You are on page 1of 27

ACCOUNTANCY 2203

REVIEW WORKSHOP
SINDHU BALA
OVERVIEW OF COST CATEGORIES
FOR A MANUFACTURING FIRM
All costs incurred by the firm must be accounted for in
its financial statements
MANUFACTURING COSTS
Direct Labor (DL)
Direct Materials (DM)
Overhead (OH)
Indirect Materials
Indirect Labor
Other
NON-MANUFACTURING COSTS
Marketing or Selling Costs
Administrative Costs
MANUFACTURING COSTS
1. Direct Materials (DM)
Materials that are consumed in the manufacturing
process and physically incorporated in the finished
product
Materials whose cost is sufficiently large to justify the
record keeping expenses necessary to trace the costs to
individual products
MANUFACTURING COSTS
2. Direct Labor (DL)
Labor time that is physically traceable to the
products being manufactured
Labor time whose cost is sufficiently large to
justify the record keeping expenses necessary to
trace the costs to individual products
Example:
Direct labor for manufacturing Honda Accords
Line workers, robot operators, painters, assembly
workers
Any labor probably not included in direct labor?
Factory janitors, factory supervisors, factory
secretaries
KEY ISSUES IN DETERMINING
DIRECT LABOR
Is idle time generally considered as direct labor? Why
or why not?
Usually not. It is not usually due to one product,
hence it is not traceable
What are the typical fringe benefits an assembly line
worker receives?
Health insurance, pension plan, disability insurance

Is the cost of fringe benefits for the assembly line


workers generally considered direct labor?
Usually yes, the costs can be traced
KEY ISSUES IN DETERMINING
DIRECT LABOR
When an assembly line worker works overtime, he/she is
paid a regular wage plus an overtime premium. Would
most companies treat his/her regular wage as a direct
labor cost?
Yes, the amount of time an employee works can be traced
to the products.

What about the overtime premium?


Treated as OH, cannot be traced to a specific product.
MANUFACTURING COSTS
3. Manufacturing Overhead (OH)
All of costs of manufacturing excluding direct materials
and direct labor

a. Indirect Materials (IM) Materials, used in the


manufacturing of products, which are difficult to trace
to particular products in an economical way
Glue, nails, cleaning supplies

b. Indirect Labor (IL) Labor, used in the


manufacturing of products, which is difficult to trace to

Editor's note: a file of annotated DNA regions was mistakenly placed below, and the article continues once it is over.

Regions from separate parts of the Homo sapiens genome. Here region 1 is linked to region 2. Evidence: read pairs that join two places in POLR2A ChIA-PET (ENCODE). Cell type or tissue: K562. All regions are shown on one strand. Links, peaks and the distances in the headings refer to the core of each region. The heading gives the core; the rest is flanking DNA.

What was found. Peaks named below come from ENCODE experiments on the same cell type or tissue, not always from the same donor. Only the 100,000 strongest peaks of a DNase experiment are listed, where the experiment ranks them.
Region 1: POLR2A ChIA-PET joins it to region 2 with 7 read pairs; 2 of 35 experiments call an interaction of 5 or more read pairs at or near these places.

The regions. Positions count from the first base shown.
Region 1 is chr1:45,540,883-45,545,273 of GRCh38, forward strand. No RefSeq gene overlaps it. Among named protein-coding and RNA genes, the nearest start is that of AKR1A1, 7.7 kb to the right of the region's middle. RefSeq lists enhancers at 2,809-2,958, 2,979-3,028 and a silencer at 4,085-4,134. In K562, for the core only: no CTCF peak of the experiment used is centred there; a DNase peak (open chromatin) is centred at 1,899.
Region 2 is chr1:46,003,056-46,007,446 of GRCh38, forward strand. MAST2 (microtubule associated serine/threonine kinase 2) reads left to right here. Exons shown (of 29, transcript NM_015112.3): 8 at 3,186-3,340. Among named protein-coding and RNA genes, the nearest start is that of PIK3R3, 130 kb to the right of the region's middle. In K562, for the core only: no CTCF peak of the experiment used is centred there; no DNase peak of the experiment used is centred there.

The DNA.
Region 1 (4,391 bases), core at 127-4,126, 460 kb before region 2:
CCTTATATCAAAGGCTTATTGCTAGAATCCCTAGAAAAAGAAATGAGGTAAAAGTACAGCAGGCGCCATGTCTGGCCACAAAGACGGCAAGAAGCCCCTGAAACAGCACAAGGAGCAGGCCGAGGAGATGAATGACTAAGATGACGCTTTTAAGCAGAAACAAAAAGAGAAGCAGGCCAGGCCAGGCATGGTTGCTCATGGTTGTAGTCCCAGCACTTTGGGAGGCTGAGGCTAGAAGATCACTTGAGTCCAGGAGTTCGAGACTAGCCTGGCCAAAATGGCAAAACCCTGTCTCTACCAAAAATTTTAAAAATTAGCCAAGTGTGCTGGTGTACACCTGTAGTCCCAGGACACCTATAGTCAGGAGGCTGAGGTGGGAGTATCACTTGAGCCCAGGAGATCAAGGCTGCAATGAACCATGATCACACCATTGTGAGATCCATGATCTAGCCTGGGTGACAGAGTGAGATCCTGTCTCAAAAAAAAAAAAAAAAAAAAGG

particular products in an economical way
Wages for maintenance workers, factory supervisors
salary, idle time
MANUFACTURING COSTS
C. All other types of manufacturing overhead
Depreciation on machinery, depreciation on
factory building, factory insurance, utilities for
factory
NON-MANUFACTURING COSTS
1. Marketing or Selling Costs Costs incurred
in securing orders from customers and
providing customers with the finished product
Sales commissions, costs of shipping products
to customers, storage of finished goods,
depreciation of selling equipment (cash
register)

2. Administrative Costs Executive,


organizational, and clerical costs that are not
related to manufacturing or marketing
CEOs salary, cost of controllers office,
depreciation on administrative building.
CLASSIFICATION
EXERCISE
Classify the following cost items
Depreciation on factory building
Depreciation on office equipment
Property tax on finished goods
warehouse
Wages paid to forklift operator in
finished goods warehouse
Wages paid to forklift operator in factory
Wages paid to welders when welding
equipment is not working
Paper used in textbook production
Paper used in central office computer
Wages paid to assembly line workers
Maintenance cost for machines
OTHER COST CONCEPTS
Product Costs or Inventoriable Costs costs assigned
to products that were either purchased for resale
(merchandising firm or retailer) or manufactured for sale
(manufacturing firm)
When products are sold, product costs are recognized as
an expense (cost of goods sold or COGS). The costs of
unsold products remain in inventory and are not expensed
(i.e. not deducted from revenue in calculating net income)

Period Costs costs that are not product costs and that
are associated with the period in which they are incurred
Period costs such as selling and administrative costs are
expensed (i.e. deducted from revenue in calculating net
income) in the period they are incurred
PRODUCT COSTS VERSUS PERIOD
COSTS
Product costs include Period costs are not
direct materials, direct included in product
labor, and costs. They are
manufacturing expensed on the
overhead. income statement.
Cost of
Inventory Goods Sold
Expense

Sale

Balance Income Income